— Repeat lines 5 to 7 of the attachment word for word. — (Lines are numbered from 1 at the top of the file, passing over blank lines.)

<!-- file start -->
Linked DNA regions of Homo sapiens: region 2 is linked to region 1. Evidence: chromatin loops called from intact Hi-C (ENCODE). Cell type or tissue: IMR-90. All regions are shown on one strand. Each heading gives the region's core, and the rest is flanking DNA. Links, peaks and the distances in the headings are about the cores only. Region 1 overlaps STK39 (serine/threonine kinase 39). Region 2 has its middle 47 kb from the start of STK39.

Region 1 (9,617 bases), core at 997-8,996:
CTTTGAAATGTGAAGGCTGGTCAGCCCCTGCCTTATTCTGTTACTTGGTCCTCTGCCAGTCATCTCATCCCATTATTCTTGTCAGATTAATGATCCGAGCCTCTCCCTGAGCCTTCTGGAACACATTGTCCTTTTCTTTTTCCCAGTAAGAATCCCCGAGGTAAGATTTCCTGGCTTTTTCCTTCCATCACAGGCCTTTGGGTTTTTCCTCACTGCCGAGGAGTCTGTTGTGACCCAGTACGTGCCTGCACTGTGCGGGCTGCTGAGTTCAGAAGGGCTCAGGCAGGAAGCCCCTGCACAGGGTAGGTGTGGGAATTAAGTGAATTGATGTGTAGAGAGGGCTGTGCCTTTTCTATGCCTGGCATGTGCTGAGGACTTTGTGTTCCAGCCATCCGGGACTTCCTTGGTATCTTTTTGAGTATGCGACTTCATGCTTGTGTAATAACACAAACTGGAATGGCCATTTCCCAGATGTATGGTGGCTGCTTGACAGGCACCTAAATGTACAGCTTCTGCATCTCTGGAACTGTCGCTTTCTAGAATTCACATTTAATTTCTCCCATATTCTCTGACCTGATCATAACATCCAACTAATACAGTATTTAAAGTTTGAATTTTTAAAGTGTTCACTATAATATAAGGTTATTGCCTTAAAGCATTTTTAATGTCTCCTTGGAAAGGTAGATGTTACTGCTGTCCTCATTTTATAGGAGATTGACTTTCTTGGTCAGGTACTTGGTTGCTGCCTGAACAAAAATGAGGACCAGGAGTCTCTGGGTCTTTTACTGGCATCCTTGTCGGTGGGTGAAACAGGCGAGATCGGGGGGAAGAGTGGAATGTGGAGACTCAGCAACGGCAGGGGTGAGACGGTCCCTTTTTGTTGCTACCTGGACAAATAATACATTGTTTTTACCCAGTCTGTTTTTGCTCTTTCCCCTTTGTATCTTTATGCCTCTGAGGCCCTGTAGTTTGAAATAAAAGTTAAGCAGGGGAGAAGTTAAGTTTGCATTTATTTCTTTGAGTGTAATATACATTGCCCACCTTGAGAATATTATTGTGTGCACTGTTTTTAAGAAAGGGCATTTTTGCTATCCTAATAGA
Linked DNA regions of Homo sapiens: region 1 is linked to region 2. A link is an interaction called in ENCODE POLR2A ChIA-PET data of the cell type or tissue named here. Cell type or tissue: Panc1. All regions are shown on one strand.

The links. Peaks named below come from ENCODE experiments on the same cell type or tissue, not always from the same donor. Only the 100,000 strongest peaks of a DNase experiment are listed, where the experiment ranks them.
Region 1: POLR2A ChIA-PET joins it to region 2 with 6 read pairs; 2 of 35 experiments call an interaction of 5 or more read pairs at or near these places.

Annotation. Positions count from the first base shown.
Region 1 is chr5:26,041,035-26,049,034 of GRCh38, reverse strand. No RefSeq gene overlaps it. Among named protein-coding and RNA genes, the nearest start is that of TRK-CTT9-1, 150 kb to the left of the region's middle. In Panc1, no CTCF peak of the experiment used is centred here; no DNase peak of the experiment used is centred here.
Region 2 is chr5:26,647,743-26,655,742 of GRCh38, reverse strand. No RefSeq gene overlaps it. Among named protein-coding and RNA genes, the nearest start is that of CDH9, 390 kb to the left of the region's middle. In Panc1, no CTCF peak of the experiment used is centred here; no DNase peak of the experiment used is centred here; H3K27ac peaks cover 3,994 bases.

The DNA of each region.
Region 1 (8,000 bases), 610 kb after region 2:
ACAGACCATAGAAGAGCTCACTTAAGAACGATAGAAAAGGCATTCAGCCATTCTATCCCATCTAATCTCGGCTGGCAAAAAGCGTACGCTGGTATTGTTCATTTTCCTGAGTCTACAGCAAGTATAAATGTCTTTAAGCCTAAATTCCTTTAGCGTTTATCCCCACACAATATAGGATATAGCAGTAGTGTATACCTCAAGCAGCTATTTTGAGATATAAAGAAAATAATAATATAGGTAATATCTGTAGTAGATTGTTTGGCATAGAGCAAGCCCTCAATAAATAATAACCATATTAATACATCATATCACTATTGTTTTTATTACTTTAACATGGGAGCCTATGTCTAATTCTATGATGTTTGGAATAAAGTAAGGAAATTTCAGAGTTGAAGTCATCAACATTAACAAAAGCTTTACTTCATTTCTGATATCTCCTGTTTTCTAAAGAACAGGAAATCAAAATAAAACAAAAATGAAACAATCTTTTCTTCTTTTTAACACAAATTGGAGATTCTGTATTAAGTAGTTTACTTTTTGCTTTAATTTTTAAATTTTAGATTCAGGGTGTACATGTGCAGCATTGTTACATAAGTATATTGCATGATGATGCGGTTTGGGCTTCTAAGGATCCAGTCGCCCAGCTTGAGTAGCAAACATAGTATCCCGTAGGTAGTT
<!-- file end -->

The links. Peaks named below come from ENCODE experiments on the same cell type or tissue, not always from the same donor. Only the 100,000 strongest peaks of a DNase experiment are listed, where the experiment ranks them.
Region 1: POLR2A ChIA-PET joins it to region 2 with 6 read pairs; 2 of 35 experiments call an interaction of 5 or more read pairs at or near these places.

Annotation. Positions count from the first base shown.